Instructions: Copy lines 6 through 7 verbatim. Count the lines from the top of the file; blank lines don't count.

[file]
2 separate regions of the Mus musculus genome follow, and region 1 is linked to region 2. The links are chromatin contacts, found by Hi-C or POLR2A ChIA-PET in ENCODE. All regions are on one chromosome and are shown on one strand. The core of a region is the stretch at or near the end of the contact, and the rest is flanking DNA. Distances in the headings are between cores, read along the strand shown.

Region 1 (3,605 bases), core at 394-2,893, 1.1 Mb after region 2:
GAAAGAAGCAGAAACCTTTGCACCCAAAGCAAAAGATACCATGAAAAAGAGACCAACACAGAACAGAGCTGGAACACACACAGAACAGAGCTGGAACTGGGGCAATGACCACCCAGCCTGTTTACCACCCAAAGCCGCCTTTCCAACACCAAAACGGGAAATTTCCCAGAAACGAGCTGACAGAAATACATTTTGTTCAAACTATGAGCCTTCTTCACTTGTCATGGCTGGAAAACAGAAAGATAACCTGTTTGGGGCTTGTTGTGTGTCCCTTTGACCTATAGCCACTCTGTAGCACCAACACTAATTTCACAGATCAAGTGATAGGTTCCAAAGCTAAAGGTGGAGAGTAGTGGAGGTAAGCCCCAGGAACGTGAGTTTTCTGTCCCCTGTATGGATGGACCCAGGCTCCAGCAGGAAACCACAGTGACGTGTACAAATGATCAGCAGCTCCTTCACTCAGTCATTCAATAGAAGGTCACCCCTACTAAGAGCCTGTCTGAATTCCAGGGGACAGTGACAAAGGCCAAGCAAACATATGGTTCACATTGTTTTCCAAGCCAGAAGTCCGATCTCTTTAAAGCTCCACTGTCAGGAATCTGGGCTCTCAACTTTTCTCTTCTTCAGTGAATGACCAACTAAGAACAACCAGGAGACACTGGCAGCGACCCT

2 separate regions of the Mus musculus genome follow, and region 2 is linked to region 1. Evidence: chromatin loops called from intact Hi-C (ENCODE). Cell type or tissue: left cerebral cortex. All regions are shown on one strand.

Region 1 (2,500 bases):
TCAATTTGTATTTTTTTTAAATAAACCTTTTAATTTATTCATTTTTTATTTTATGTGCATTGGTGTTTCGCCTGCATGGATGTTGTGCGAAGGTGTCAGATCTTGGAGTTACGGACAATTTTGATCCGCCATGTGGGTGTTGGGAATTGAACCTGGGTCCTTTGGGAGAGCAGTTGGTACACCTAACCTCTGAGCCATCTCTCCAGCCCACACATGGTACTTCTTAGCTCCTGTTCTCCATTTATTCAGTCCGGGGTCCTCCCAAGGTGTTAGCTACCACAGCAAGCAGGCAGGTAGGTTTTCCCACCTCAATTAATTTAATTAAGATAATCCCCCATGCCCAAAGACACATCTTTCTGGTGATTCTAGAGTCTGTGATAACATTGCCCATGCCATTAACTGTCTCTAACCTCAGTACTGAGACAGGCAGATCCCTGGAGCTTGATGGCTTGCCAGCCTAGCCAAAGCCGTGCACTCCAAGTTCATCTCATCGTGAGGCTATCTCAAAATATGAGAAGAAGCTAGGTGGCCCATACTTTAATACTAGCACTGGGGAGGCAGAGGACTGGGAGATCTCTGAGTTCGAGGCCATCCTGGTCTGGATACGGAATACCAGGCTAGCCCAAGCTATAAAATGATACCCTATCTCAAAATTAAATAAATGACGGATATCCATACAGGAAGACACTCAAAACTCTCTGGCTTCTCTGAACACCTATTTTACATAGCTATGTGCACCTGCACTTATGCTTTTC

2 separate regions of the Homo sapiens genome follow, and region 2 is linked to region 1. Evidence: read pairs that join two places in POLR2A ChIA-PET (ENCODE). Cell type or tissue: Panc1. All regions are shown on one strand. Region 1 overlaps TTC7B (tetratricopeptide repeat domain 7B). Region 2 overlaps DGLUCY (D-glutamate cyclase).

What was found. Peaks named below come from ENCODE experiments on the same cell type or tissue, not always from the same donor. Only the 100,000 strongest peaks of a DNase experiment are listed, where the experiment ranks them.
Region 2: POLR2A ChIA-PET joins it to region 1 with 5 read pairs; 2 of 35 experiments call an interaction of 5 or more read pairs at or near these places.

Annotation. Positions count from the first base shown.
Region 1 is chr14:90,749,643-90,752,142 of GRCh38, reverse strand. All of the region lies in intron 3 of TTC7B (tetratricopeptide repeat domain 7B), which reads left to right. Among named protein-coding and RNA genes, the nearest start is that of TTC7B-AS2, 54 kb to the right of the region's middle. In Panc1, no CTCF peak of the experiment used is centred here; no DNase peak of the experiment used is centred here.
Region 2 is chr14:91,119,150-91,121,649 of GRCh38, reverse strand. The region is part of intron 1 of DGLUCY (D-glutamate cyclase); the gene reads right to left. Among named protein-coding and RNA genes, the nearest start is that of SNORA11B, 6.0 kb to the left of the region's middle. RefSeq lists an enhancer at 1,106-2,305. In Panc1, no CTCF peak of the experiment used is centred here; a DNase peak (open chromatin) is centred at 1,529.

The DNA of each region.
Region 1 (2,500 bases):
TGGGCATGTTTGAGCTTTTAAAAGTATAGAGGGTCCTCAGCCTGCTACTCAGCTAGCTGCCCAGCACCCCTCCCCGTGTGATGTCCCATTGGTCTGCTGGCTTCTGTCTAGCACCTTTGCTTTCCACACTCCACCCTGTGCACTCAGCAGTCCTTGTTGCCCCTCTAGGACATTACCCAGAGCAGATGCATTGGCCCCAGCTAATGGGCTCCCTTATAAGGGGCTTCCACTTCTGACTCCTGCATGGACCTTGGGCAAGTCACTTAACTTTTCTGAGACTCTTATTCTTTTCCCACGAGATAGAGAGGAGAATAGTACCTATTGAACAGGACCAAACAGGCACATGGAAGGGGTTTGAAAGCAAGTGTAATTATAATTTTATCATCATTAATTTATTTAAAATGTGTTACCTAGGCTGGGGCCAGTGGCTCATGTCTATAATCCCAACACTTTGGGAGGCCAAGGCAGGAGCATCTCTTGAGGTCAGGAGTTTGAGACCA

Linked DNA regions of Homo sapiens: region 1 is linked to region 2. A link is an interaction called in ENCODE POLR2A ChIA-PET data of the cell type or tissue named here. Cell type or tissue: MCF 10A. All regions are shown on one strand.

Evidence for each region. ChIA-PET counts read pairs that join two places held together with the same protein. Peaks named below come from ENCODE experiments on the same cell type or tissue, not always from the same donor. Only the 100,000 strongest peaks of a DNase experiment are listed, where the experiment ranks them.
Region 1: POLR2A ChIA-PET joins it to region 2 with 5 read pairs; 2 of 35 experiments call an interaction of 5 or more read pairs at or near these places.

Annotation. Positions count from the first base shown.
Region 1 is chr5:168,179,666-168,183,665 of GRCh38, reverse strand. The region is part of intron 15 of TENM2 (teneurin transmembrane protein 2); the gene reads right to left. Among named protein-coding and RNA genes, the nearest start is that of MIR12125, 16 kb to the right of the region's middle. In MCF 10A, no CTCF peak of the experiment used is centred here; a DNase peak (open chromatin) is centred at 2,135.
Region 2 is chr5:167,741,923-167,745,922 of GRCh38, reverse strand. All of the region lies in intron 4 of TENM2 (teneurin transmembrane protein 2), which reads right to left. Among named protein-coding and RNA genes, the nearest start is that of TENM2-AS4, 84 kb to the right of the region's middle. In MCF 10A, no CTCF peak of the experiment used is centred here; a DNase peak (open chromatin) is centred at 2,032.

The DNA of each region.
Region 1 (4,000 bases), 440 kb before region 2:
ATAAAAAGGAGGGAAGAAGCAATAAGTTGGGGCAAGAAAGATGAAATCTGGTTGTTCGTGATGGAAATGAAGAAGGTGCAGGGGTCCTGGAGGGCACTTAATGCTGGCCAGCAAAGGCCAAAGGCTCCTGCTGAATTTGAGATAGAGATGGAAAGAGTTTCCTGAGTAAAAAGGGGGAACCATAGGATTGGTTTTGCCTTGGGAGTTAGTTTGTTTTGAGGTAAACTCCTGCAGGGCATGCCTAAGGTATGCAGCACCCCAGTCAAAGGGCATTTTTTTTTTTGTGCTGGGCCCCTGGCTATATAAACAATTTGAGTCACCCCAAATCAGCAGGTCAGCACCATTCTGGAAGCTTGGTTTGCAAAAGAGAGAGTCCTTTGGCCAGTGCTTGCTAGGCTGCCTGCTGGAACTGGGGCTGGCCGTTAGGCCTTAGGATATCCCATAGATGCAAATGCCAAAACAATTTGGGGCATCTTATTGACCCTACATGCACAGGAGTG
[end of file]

TCAATTTGTATTTTTTTTAAATAAACCTTTTAATTTATTCATTTTTTATTTTATGTGCATTGGTGTTTCGCCTGCATGGATGTTGTGCGAAGGTGTCAGATCTTGGAGTTACGGACAATTTTGATCCGCCATGTGGGTGTTGGGAATTGAACCTGGGTCCTTTGGGAGAGCAGTTGGTACACCTAACCTCTGAGCCATCTCTCCAGCCCACACATGGTACTTCTTAGCTCCTGTTCTCCATTTATTCAGTCCGGGGTCCTCCCAAGGTGTTAGCTACCACAGCAAGCAGGCAGGTAGGTTTTCCCACCTCAATTAATTTAATTAAGATAATCCCCCATGCCCAAAGACACATCTTTCTGGTGATTCTAGAGTCTGTGATAACATTGCCCATGCCATTAACTGTCTCTAACCTCAGTACTGAGACAGGCAGATCCCTGGAGCTTGATGGCTTGCCAGCCTAGCCAAAGCCGTGCACTCCAAGTTCATCTCATCGTGAGGCTATCTCAAAATATGAGAAGAAGCTAGGTGGCCCATACTTTAATACTAGCACTGGGGAGGCAGAGGACTGGGAGATCTCTGAGTTCGAGGCCATCCTGGTCTGGATACGGAATACCAGGCTAGCCCAAGCTATAAAATGATACCCTATCTCAAAATTAAATAAATGACGGATATCCATACAGGAAGACACTCAAAACTCTCTGGCTTCTCTGAACACCTATTTTACATAGCTATGTGCACCTGCACTTATGCTTTTC

2 separate regions of the Homo sapiens genome follow, and region 2 is linked to region 1. Evidence: read pairs that join two places in POLR2A ChIA-PET (ENCODE). Cell type or tissue: Panc1. All regions are shown on one strand. Region 1 overlaps TTC7B (tetratricopeptide repeat domain 7B). Region 2 overlaps DGLUCY (D-glutamate cyclase).